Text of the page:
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Shutter button delay question


Hi, I just bought a Canon T5i and I have to hold the shutter button (yes, I know there's probably a better name for it) down for a few second and then the picture is taken.  The delay is not on, it's on single shot.  It works fine without the lens.  I have two lens an 18-55mm and a 55-250mm, this happens with both lens.  Is the camera broke, or is this operator erros?




Likely you. The idea is to hold it down half way to let the AF do it's part of the job & then you press the rest of the way. If you do the full press all at once the AF needs to find & focus before letting the shutter open & close. If that's not it re check that you are not in 2 sec timer mode.

"A skill is developed through constant practice with a passion to improve, not bought."


 If I understood correctly, this happens in One Shot mode?  Do you hear a beep from the camera, just before the shutter fires?

The shutter button, as it is called, has two "click" positions as you press it.  When you lightly press it halfway, you should feel the first click position, and button should more or less stop moving.  The half press to the first click position causes the camera to auto focus, assuming you have AF enabled in the camera and lens.

When the camera focuses in One Shot mode, you should hear a confirmation beep from the camera, and see an AF point(s) light up in the viewfinder.  That is the default behavior, which can be disabled in the menus.

After the camera focus, pressing the shutter button all the way down should fire the shutter.  If you simply press the shutter button all the way down, instead of halfway, the camera can, may, and will pause to acquire AF on a subject, and then fire the shutter.

If you are shooting in dim light, or another scenario that challenges the camera's ability to focus, the camera may take a second or two, to lock focus on a subject, if at all.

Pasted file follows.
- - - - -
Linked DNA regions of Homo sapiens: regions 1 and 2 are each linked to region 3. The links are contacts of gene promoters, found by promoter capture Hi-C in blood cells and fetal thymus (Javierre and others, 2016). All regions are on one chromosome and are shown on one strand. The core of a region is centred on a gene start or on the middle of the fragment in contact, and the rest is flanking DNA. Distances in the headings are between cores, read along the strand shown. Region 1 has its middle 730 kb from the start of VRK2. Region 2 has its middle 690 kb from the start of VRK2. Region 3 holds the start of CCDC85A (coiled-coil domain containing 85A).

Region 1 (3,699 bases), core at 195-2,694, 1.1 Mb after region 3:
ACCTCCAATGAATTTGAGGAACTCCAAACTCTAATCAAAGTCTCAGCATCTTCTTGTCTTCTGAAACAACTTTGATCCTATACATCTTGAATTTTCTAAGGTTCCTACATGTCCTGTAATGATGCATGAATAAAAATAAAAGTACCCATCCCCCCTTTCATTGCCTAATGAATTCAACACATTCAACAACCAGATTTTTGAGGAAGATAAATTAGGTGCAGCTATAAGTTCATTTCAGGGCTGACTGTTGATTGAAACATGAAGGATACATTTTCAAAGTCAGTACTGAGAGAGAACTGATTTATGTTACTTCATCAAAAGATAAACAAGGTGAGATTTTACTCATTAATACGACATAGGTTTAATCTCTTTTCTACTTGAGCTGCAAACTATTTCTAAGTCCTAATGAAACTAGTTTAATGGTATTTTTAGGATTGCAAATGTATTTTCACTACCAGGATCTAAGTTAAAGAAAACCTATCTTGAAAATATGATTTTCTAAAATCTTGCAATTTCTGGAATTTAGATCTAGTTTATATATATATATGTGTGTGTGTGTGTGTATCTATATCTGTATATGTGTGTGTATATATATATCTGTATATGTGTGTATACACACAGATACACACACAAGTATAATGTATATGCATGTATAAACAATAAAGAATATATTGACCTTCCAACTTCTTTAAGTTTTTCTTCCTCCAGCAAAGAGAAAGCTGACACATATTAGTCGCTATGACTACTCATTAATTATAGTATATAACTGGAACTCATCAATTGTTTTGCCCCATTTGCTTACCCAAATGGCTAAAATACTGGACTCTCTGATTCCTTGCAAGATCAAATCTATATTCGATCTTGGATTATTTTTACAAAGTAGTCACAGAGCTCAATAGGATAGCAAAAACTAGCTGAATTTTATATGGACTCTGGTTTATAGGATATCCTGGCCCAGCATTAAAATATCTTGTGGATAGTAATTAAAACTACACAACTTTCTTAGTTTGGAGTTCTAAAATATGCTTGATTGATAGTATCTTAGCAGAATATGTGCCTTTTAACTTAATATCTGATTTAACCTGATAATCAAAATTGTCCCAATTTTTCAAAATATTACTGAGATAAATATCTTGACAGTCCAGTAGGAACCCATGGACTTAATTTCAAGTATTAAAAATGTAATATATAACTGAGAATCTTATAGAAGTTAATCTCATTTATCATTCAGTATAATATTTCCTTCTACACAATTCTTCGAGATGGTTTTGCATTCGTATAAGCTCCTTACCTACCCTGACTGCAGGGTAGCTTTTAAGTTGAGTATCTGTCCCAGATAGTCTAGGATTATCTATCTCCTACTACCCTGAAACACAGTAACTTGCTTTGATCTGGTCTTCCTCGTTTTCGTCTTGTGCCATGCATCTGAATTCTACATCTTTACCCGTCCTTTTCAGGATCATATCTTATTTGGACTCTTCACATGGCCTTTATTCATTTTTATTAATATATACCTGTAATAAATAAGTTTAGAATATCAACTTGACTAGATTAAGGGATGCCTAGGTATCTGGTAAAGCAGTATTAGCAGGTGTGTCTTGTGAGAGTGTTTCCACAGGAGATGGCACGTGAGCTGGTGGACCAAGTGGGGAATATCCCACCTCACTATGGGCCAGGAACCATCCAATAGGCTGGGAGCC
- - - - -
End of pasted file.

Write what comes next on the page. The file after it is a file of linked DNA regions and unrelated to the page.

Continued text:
"The right mouse button is your friend."


@BengalBrad wrote:

Hi, I just bought a Canon T5i and I have to hold the shutter button (yes, I know there's probably a better name for it) 


It is called a "shutter button" or sometimes "shutter release" - no tricky name to worry about.


But your issue sounds like what cicopop and wadizzle have aleady guessed... your camera is likely using "focus priority" mode and it's delaying the shot so it can focus.


If you remove the lens, or flip the switch on the lens to manual focus mode (the AF/MF swtich on the lens barrel) then it will likely take a shot instantly.  Of course in manual focus mode it wont focus (so you might get a blurry shot).


The reason for this has to do with the difference between two different behaviors that the camera can use.  One is called "release priority" and the other is "focus priority".


In "release priority" mode, the camera IMMEDIATELY takes a shot when you press the shutter button completely (not a half-press ... a full-press).   It will do this EVEN IF the camera did not have a chance to focus.  Hence the name "release" priority -- meaning when you press the shutter release, it will prioritize taking the shot over all other operations and that includes focusing.